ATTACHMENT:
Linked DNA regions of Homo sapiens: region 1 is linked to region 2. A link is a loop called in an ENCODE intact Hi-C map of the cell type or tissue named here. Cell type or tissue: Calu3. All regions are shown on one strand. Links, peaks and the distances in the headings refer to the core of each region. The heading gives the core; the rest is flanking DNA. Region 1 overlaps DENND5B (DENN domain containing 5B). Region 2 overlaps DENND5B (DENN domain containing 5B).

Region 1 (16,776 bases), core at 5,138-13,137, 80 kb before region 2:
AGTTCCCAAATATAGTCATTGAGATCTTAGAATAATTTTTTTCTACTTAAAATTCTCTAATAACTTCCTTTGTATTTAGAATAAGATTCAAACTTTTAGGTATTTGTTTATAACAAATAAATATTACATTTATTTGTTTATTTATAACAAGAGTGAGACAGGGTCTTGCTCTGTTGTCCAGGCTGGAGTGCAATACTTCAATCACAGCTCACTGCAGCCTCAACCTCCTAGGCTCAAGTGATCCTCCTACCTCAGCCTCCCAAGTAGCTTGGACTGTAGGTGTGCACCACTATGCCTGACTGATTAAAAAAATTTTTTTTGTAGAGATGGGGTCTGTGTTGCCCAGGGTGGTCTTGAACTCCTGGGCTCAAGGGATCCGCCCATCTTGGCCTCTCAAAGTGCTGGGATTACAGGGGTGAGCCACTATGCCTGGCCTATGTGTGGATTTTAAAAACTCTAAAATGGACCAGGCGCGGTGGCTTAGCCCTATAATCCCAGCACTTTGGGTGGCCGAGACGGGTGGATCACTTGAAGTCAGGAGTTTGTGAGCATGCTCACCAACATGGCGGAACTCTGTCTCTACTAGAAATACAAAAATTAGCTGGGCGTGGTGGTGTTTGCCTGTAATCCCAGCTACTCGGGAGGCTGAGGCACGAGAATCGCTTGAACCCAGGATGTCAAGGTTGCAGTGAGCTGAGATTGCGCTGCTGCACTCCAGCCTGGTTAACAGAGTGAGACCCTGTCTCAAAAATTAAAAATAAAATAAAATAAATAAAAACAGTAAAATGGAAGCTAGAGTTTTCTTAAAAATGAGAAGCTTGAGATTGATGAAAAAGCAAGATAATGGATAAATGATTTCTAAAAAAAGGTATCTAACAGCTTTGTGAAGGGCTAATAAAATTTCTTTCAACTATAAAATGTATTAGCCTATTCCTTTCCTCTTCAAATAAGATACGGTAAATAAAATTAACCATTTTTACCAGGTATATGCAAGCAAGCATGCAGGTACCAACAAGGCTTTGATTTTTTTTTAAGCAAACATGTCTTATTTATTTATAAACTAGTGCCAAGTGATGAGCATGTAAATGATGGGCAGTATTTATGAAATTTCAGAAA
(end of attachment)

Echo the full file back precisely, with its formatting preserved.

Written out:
Linked DNA regions of Homo sapiens: region 1 is linked to region 2. A link is a loop called in an ENCODE intact Hi-C map of the cell type or tissue named here. Cell type or tissue: Calu3. All regions are shown on one strand. Links, peaks and the distances in the headings refer to the core of each region. The heading gives the core; the rest is flanking DNA. Region 1 overlaps DENND5B (DENN domain containing 5B). Region 2 overlaps DENND5B (DENN domain containing 5B).

Region 1 (16,776 bases), core at 5,138-13,137, 80 kb before region 2:
AGTTCCCAAATATAGTCATTGAGATCTTAGAATAATTTTTTTCTACTTAAAATTCTCTAATAACTTCCTTTGTATTTAGAATAAGATTCAAACTTTTAGGTATTTGTTTATAACAAATAAATATTACATTTATTTGTTTATTTATAACAAGAGTGAGACAGGGTCTTGCTCTGTTGTCCAGGCTGGAGTGCAATACTTCAATCACAGCTCACTGCAGCCTCAACCTCCTAGGCTCAAGTGATCCTCCTACCTCAGCCTCCCAAGTAGCTTGGACTGTAGGTGTGCACCACTATGCCTGACTGATTAAAAAAATTTTTTTTGTAGAGATGGGGTCTGTGTTGCCCAGGGTGGTCTTGAACTCCTGGGCTCAAGGGATCCGCCCATCTTGGCCTCTCAAAGTGCTGGGATTACAGGGGTGAGCCACTATGCCTGGCCTATGTGTGGATTTTAAAAACTCTAAAATGGACCAGGCGCGGTGGCTTAGCCCTATAATCCCAGCACTTTGGGTGGCCGAGACGGGTGGATCACTTGAAGTCAGGAGTTTGTGAGCATGCTCACCAACATGGCGGAACTCTGTCTCTACTAGAAATACAAAAATTAGCTGGGCGTGGTGGTGTTTGCCTGTAATCCCAGCTACTCGGGAGGCTGAGGCACGAGAATCGCTTGAACCCAGGATGTCAAGGTTGCAGTGAGCTGAGATTGCGCTGCTGCACTCCAGCCTGGTTAACAGAGTGAGACCCTGTCTCAAAAATTAAAAATAAAATAAAATAAATAAAAACAGTAAAATGGAAGCTAGAGTTTTCTTAAAAATGAGAAGCTTGAGATTGATGAAAAAGCAAGATAATGGATAAATGATTTCTAAAAAAAGGTATCTAACAGCTTTGTGAAGGGCTAATAAAATTTCTTTCAACTATAAAATGTATTAGCCTATTCCTTTCCTCTTCAAATAAGATACGGTAAATAAAATTAACCATTTTTACCAGGTATATGCAAGCAAGCATGCAGGTACCAACAAGGCTTTGATTTTTTTTTAAGCAAACATGTCTTATTTATTTATAAACTAGTGCCAAGTGATGAGCATGTAAATGATGGGCAGTATTTATGAAATTTCAGAAA